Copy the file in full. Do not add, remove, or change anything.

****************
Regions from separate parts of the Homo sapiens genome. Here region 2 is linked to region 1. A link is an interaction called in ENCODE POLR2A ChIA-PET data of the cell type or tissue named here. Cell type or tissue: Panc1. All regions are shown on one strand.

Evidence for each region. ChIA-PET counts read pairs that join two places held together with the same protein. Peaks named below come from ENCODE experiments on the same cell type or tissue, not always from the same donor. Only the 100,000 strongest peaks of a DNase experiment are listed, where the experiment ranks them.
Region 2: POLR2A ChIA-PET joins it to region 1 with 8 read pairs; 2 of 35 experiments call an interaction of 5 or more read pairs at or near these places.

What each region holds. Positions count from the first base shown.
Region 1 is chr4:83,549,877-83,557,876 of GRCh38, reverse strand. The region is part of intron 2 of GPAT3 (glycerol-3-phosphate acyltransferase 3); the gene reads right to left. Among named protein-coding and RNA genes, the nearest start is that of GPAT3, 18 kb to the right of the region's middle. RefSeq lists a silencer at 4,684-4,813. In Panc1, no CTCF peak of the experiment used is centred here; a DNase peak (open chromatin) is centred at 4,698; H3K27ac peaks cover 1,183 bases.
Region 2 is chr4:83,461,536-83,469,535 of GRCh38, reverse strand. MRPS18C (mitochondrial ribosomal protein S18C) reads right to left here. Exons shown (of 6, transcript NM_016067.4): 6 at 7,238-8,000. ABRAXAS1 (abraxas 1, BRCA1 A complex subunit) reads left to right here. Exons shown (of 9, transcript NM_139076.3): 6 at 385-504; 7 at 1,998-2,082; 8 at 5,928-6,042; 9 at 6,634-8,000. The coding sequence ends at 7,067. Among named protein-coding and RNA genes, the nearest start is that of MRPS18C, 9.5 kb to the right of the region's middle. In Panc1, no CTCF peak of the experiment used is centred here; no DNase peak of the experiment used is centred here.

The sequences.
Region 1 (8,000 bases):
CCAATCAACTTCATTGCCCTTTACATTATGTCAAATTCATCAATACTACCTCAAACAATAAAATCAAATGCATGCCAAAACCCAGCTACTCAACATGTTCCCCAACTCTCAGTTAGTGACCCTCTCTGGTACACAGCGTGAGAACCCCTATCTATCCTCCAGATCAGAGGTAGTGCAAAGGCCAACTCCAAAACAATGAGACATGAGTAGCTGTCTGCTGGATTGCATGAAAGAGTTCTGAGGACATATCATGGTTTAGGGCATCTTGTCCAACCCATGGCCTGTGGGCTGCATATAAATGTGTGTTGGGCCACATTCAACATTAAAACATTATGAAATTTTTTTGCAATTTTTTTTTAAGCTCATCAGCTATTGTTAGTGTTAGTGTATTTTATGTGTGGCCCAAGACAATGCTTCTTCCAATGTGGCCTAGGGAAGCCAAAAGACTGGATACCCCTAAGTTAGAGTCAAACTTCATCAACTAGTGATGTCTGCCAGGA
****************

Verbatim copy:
Regions from separate parts of the Homo sapiens genome. Here region 2 is linked to region 1. A link is an interaction called in ENCODE POLR2A ChIA-PET data of the cell type or tissue named here. Cell type or tissue: Panc1. All regions are shown on one strand.

Evidence for each region. ChIA-PET counts read pairs that join two places held together with the same protein. Peaks named below come from ENCODE experiments on the same cell type or tissue, not always from the same donor. Only the 100,000 strongest peaks of a DNase experiment are listed, where the experiment ranks them.
Region 2: POLR2A ChIA-PET joins it to region 1 with 8 read pairs; 2 of 35 experiments call an interaction of 5 or more read pairs at or near these places.

What each region holds. Positions count from the first base shown.
Region 1 is chr4:83,549,877-83,557,876 of GRCh38, reverse strand. The region is part of intron 2 of GPAT3 (glycerol-3-phosphate acyltransferase 3); the gene reads right to left. Among named protein-coding and RNA genes, the nearest start is that of GPAT3, 18 kb to the right of the region's middle. RefSeq lists a silencer at 4,684-4,813. In Panc1, no CTCF peak of the experiment used is centred here; a DNase peak (open chromatin) is centred at 4,698; H3K27ac peaks cover 1,183 bases.
Region 2 is chr4:83,461,536-83,469,535 of GRCh38, reverse strand. MRPS18C (mitochondrial ribosomal protein S18C) reads right to left here. Exons shown (of 6, transcript NM_016067.4): 6 at 7,238-8,000. ABRAXAS1 (abraxas 1, BRCA1 A complex subunit) reads left to right here. Exons shown (of 9, transcript NM_139076.3): 6 at 385-504; 7 at 1,998-2,082; 8 at 5,928-6,042; 9 at 6,634-8,000. The coding sequence ends at 7,067. Among named protein-coding and RNA genes, the nearest start is that of MRPS18C, 9.5 kb to the right of the region's middle. In Panc1, no CTCF peak of the experiment used is centred here; no DNase peak of the experiment used is centred here.

The sequences.
Region 1 (8,000 bases):
CCAATCAACTTCATTGCCCTTTACATTATGTCAAATTCATCAATACTACCTCAAACAATAAAATCAAATGCATGCCAAAACCCAGCTACTCAACATGTTCCCCAACTCTCAGTTAGTGACCCTCTCTGGTACACAGCGTGAGAACCCCTATCTATCCTCCAGATCAGAGGTAGTGCAAAGGCCAACTCCAAAACAATGAGACATGAGTAGCTGTCTGCTGGATTGCATGAAAGAGTTCTGAGGACATATCATGGTTTAGGGCATCTTGTCCAACCCATGGCCTGTGGGCTGCATATAAATGTGTGTTGGGCCACATTCAACATTAAAACATTATGAAATTTTTTTGCAATTTTTTTTTAAGCTCATCAGCTATTGTTAGTGTTAGTGTATTTTATGTGTGGCCCAAGACAATGCTTCTTCCAATGTGGCCTAGGGAAGCCAAAAGACTGGATACCCCTAAGTTAGAGTCAAACTTCATCAACTAGTGATGTCTGCCAGGA